Medx Rehabilitative Exercise and Fitness

Letter of Response from Vert Mooney M.D. of San Diego Spine Center - Nationally renown as one of the foremost Spine Specialists in the U.S.

Letter of Response from Dr. Nicholas A. DiNubile - Nationally renown as the former Special Advisor to the President's Council on Physical Fitness and Sports


THE DEATH OF SPORTS MEDICINE
A Response to Explosive Exercise
Roger Schwab

If the concept of explosive exercise and its supposed benefits have been "peer-reviewed" and supported by any bona fide study, justification of the entire scope of exercise science must be seriously questioned. Explosive exercise and the "considerable evidence" of benefits as cited by the authors are far outweighed by common sense. Injuries in exercise are for the most part caused when force exceeds the structural integrity of the involved musculo-skeletal system. Since the limit of this breaking strength is an unknown until exceeded, thus too late and producing injury, it is common sense to utilize exercise with the minimum force necessary to stimulate the desired result.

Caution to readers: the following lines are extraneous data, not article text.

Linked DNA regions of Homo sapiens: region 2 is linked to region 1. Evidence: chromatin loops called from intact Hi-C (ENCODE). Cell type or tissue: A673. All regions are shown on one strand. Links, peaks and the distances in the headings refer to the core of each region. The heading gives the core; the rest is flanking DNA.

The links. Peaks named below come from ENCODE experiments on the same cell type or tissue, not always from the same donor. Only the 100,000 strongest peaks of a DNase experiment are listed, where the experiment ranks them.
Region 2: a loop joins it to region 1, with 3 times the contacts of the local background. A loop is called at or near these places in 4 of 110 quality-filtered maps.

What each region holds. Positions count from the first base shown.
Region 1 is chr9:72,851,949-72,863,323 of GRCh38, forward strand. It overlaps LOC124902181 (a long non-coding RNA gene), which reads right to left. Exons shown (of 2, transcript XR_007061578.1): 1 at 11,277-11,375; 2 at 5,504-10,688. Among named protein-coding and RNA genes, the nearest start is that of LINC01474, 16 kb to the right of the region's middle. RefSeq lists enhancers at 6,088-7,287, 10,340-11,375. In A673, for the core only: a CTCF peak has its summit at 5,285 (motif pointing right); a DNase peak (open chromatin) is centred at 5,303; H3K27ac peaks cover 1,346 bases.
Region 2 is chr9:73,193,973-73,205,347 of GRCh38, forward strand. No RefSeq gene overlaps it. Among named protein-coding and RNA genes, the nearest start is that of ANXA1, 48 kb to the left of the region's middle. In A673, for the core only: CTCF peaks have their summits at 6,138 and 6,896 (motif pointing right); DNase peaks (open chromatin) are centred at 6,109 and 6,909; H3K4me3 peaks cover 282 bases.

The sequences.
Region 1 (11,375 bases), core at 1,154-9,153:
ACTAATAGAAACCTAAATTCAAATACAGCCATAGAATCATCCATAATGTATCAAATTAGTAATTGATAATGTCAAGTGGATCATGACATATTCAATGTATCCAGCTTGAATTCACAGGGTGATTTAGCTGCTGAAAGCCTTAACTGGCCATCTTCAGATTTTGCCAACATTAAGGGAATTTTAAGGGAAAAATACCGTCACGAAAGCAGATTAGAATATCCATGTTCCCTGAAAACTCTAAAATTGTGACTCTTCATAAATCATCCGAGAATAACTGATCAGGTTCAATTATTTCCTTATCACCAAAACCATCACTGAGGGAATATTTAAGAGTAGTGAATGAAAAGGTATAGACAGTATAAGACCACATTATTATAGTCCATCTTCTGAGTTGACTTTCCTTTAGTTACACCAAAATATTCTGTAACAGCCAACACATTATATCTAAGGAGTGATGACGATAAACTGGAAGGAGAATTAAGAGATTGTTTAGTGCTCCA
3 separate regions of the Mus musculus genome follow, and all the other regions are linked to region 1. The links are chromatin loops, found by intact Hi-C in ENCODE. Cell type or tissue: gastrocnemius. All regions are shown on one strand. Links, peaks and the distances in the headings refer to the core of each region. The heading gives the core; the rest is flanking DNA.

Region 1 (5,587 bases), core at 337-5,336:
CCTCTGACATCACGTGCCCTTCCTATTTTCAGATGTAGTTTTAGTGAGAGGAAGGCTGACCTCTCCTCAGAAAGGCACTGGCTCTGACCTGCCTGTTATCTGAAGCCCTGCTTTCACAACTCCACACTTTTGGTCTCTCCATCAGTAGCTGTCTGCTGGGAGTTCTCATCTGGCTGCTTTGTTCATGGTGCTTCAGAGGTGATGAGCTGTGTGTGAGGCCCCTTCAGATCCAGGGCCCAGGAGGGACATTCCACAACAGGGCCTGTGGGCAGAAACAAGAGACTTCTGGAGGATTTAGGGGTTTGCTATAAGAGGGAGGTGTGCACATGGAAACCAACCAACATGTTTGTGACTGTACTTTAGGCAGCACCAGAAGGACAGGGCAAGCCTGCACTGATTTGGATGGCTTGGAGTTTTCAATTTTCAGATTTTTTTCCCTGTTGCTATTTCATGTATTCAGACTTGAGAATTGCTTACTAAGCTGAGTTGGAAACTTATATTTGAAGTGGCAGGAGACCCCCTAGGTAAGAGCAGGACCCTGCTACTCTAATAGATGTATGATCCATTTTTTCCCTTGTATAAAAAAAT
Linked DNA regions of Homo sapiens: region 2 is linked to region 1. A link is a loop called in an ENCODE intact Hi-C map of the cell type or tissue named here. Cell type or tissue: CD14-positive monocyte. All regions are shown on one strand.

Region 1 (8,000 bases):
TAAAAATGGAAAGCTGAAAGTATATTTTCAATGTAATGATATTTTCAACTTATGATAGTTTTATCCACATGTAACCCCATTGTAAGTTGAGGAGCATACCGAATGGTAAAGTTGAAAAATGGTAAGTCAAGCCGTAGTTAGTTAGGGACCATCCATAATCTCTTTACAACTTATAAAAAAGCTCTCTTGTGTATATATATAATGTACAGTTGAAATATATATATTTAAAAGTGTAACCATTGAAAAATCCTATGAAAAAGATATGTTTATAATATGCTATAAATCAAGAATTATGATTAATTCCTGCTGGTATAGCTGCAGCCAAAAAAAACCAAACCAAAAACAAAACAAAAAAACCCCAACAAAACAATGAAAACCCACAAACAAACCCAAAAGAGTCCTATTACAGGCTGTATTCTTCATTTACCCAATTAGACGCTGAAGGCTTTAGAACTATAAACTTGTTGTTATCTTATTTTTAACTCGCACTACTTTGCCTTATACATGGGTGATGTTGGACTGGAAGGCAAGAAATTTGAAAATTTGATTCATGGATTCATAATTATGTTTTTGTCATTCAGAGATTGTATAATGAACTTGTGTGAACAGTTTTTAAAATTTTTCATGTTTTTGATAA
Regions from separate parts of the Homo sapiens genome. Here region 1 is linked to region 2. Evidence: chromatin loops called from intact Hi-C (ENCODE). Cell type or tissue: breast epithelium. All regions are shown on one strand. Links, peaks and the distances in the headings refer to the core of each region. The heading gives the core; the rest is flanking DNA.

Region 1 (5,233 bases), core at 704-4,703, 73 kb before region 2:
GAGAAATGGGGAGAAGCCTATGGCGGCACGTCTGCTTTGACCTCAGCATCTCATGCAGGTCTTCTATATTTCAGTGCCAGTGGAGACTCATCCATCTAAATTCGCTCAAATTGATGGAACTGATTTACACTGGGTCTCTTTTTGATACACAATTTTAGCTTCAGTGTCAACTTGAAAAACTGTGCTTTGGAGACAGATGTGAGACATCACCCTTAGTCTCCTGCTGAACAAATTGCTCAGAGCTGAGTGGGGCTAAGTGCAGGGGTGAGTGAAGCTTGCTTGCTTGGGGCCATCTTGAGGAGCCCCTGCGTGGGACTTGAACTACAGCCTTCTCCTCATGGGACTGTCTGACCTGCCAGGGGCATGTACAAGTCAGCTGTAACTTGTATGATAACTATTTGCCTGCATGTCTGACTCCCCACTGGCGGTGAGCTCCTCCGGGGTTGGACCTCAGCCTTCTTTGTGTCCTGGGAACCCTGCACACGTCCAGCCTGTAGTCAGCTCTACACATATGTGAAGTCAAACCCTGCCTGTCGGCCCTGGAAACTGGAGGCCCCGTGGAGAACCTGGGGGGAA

It took nearly three quarters of the Current Comment on explosive exercise before the authors finally and inevitably surrendered to the ultimate truth, suggesting an exercise program, which has a rate of injury, associated with it. This conclusion renders their position paper worse than worthless; a dangerous self-serving opinion, which should never have, weaved its way into the web of the American College of Sports Medicine. Conley and Stone find the need to explain to the reader that "injuries from strength training including explosive exercise, are rare with rates of occurrence and severity far lower than many sports...adequate safety measures and quality instruction should always be enforced." In this opinion, the above is an admission of the obvious, a before you try it warning that what is being touted here is potentially dangerous to anyone and everyone who does try it, athlete or non-athlete. Common sense dictates that exercise programs designed to build strength should seek to reduce, if not eliminate, injuries. If you have ever witnessed an injury in an Olympic lift, it is almost always instantly obvious, painful to look at and severe. And we're not talking novice here, but experienced world class Olympic lifter. Conley and Stone do not mention that proper exercise, exercise which can and should be performed by everyone, should strengthen the muscles, connective tissues, and bones, and never damage the skeleton. The authors entice the reader to ignore this common sense: If force exceeds structural integrity, injury must occur. And in almost every corner of the athletic arena, from the head-on collision we call football, the battle under the boards in basketball, to the ultimate check in hockey, serious injuries are produced by the high levels of impact force imposed on the musculo-skeletal system of the athlete. (Exceptions being over use sports related injuries brought on in part by athletes perpetually fatigued by training programs stressing high volumes of work which fail to allow overall system recovery. Also, disuse atrophy especially of the neck and lower back brought on by failure to include specific cervical and lumbar exercise. And by the way, do the authors suggest explosive exercises for the neck and lower back? If so, the paper further deteriorates to utter insanity.) To suggest that fast, ballistic or plyometric movement under load in the weight room will produce faster athletes, sufficiently and safely strengthening them in order to optimally compete on the field or play is simply dangerous advice. Fast movements under load will more likely produce injured athletes. It is not fast movements that make you faster, it is stronger muscles. It makes far more sense for any athlete (or non-athlete) to strengthen his or her major muscular structures in the safest way possible, which most definitely are not high, speed, high impact force "speed-strength" exercises. Working major muscular structures intensely throughout the greatest possible range of motion with controlled, smooth movement for a series of 10 plus repetitions will stimulate strength increases for anyone in a safe manner. Build strength safely in the weight room. Practice skill specifically on the athletic field. Though we cannot alter the forces on the playing field, we can certainly improve structural integrity safely through lower force, higher intensity training to withstand these forces. Even if explosive training somehow "appears to increase a wide range of athletic performance", which it almost certainly does not, the potential orthopedic cost would be far greater than the improvement in functional ability.